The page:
Zimbabwe Introduces New 10 Million Dollar Note
The issue of new notes follows nearly three months of banking chaos as cash dried up and queues, sometimes hundreds of meters long, became a permanent feature outside commercial banks.
Zimbabwe is in its 10th year of economic crisis, marked by the world's highest rate of inflation, the fastest shrinking gross domestic product in a country not in a state of war, the most rapidly collapsing currency and unemployment of over 80%.
Economists said the disappearance of cash was a result of inflation estimated at 50,000% - the government has banned publication of official figures - that forces shoppers to pay with brick-sized bundles of near-worthless notes for a few simple groceries.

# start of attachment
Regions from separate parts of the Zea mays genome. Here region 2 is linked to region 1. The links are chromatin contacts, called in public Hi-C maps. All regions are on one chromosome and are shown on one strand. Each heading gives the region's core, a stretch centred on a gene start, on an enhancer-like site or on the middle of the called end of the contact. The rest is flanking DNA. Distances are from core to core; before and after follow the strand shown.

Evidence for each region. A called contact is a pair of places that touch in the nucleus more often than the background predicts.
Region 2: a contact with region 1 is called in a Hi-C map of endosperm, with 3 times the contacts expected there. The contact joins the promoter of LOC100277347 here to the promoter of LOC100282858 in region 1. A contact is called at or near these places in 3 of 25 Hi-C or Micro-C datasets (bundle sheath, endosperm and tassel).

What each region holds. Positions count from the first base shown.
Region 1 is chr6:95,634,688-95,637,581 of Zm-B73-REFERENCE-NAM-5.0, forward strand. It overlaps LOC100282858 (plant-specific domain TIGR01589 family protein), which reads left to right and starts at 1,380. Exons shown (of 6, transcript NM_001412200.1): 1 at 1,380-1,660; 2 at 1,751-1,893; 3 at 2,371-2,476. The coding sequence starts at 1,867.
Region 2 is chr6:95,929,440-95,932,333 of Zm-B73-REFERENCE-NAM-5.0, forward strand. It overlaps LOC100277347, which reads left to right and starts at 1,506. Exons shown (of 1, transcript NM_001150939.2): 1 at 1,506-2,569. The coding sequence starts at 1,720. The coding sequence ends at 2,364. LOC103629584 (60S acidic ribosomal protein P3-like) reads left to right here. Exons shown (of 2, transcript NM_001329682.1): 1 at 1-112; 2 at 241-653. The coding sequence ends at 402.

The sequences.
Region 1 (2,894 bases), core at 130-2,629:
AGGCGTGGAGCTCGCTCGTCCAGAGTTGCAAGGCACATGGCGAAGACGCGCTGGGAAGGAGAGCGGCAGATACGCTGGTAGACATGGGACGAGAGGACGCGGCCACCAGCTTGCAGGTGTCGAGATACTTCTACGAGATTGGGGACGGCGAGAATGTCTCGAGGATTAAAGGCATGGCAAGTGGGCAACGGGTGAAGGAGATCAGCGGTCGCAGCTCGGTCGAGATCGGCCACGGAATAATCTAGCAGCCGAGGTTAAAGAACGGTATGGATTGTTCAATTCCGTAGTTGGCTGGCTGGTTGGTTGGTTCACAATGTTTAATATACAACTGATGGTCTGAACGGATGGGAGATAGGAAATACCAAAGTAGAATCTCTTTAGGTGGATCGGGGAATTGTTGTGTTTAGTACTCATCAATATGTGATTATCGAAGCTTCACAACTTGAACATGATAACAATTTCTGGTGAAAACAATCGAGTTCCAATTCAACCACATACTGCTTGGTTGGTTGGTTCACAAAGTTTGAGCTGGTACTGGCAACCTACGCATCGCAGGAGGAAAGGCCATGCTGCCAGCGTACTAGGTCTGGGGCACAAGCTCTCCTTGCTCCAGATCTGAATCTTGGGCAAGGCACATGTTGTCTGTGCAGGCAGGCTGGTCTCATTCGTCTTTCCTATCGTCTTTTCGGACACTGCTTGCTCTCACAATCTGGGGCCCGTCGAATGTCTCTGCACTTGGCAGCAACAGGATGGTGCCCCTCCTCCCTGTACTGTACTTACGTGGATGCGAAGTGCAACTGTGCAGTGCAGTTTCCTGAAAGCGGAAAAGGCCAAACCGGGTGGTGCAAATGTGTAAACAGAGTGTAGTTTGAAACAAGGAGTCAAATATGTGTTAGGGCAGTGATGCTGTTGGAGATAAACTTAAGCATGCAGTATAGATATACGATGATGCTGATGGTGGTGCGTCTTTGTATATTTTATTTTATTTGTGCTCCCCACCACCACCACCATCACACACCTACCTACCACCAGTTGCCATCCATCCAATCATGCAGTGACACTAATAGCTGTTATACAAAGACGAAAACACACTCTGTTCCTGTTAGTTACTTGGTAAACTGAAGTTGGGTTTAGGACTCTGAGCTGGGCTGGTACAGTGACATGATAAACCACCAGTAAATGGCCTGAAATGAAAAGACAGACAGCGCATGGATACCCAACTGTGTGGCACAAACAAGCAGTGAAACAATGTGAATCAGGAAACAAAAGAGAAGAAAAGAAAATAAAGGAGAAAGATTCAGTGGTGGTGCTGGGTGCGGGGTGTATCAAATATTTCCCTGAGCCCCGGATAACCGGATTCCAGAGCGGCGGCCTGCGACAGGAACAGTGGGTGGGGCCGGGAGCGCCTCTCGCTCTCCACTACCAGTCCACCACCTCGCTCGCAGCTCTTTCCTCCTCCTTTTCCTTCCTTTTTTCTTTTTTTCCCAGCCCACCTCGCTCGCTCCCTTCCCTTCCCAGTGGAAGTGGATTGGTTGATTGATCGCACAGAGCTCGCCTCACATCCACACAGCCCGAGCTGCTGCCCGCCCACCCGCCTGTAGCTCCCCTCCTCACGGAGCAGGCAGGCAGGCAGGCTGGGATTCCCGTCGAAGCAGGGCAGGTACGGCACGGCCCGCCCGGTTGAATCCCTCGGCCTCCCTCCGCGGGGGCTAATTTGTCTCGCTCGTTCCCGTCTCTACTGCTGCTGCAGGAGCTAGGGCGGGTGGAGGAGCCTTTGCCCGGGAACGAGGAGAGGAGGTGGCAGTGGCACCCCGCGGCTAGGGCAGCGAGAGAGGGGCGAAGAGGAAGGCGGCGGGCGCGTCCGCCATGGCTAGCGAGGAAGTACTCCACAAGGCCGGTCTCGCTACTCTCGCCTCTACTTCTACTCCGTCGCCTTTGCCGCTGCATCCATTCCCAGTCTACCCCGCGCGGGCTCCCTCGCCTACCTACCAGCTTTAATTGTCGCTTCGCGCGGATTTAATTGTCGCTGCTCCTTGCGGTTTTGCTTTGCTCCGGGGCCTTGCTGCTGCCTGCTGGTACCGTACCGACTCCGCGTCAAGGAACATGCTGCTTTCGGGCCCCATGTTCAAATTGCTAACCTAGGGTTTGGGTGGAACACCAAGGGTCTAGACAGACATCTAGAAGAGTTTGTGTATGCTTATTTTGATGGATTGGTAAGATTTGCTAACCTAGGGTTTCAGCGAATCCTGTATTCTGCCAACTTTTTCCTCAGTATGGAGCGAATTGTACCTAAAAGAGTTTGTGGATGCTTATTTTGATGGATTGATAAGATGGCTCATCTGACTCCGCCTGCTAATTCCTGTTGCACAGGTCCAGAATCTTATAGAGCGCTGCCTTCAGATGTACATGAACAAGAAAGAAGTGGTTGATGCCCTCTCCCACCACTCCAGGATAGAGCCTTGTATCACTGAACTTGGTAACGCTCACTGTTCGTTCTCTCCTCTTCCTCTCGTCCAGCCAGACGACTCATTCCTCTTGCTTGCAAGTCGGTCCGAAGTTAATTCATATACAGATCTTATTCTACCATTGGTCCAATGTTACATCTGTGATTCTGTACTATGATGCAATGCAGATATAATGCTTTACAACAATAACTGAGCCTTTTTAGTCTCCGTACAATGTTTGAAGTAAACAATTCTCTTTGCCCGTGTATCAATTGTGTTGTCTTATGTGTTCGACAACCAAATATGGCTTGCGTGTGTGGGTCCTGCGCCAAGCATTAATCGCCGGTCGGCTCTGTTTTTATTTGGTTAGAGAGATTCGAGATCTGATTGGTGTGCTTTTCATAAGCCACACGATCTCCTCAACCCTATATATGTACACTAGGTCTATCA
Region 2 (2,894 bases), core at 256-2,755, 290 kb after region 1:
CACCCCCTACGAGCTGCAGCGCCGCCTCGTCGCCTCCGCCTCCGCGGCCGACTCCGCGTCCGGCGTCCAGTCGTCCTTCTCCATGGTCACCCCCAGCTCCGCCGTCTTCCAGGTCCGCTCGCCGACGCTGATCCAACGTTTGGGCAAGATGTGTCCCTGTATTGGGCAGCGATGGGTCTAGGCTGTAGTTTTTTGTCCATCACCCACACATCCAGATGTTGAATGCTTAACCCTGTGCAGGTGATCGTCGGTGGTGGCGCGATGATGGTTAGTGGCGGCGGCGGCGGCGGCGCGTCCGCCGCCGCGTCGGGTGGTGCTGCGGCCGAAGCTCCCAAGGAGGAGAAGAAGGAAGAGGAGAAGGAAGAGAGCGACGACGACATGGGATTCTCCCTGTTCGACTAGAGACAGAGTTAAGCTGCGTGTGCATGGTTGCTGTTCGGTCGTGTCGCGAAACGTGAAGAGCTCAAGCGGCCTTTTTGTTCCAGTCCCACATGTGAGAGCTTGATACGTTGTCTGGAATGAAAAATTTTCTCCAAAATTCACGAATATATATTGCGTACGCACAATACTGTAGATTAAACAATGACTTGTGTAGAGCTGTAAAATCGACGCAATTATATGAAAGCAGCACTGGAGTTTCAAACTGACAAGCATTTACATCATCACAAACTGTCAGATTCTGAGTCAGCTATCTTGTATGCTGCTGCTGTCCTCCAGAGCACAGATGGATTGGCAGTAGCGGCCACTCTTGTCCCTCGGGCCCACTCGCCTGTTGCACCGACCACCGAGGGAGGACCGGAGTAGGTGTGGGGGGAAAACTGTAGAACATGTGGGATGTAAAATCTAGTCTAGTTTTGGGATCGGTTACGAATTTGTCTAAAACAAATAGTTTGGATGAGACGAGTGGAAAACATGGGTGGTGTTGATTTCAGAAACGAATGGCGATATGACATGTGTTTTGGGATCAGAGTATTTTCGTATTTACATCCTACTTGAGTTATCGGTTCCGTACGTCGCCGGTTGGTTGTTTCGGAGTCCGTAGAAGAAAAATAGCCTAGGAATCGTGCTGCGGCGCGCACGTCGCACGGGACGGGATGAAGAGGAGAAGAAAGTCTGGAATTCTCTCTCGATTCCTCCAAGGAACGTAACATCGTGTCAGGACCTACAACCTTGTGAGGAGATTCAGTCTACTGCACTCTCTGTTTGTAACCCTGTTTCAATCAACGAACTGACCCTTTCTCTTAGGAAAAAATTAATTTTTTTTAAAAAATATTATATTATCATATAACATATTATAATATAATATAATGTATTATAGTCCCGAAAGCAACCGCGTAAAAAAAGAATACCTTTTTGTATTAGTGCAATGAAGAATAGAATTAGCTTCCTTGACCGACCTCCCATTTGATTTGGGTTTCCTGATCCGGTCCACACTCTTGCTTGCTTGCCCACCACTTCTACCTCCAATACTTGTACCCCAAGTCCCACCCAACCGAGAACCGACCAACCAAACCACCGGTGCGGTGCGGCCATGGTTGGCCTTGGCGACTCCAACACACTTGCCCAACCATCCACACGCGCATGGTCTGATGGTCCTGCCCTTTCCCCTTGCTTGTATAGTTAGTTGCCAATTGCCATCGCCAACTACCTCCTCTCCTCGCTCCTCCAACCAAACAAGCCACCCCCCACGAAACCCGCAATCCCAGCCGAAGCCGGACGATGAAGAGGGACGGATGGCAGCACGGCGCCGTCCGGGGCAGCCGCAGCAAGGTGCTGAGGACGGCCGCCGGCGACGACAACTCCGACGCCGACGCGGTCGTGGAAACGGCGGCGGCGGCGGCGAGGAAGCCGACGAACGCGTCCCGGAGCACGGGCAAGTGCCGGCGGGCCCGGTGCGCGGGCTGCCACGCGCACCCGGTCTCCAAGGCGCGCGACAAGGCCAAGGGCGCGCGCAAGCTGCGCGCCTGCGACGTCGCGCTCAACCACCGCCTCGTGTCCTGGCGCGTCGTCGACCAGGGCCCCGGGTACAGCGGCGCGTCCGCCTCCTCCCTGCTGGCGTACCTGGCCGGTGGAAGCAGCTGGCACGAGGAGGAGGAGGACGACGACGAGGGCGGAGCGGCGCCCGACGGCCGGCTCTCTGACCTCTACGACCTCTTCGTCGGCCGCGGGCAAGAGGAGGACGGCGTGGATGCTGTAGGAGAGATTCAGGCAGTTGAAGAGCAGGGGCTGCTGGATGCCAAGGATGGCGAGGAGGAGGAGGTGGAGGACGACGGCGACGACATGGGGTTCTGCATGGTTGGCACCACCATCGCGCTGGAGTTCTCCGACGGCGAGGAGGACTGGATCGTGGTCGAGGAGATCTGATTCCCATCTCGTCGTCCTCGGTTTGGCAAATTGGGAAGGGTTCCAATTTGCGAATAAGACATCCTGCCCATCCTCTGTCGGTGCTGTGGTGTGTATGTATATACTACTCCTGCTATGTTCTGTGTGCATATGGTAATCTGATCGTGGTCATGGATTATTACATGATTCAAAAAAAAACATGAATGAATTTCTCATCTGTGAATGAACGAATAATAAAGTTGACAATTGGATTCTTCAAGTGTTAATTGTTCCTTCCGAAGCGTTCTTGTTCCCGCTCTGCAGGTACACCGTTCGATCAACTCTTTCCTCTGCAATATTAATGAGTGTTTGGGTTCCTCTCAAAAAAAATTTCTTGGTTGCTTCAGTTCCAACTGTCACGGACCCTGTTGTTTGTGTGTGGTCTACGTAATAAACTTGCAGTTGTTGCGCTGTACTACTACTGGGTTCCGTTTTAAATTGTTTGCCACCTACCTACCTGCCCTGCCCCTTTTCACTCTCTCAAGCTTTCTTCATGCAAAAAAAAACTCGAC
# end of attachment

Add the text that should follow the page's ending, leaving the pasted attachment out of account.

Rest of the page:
A year ago, the highest denomination was 10,000 Zimbabwe dollars, then worth about $7, now worth about 1/3 of 1 cent (US). The new 10 million Zimbabwe dollar note is worth $3 (US). During the year there were three separate new issues of notes as inflation continued to soar, including the 200,000 note pictured above, which is worth worth only 6 cents (US).
The Zimbabwe Central Bank remained optimistic about the situation, and a spokesman said "As monetary authorities we once again assure the nation that we are in full control of the currency situation."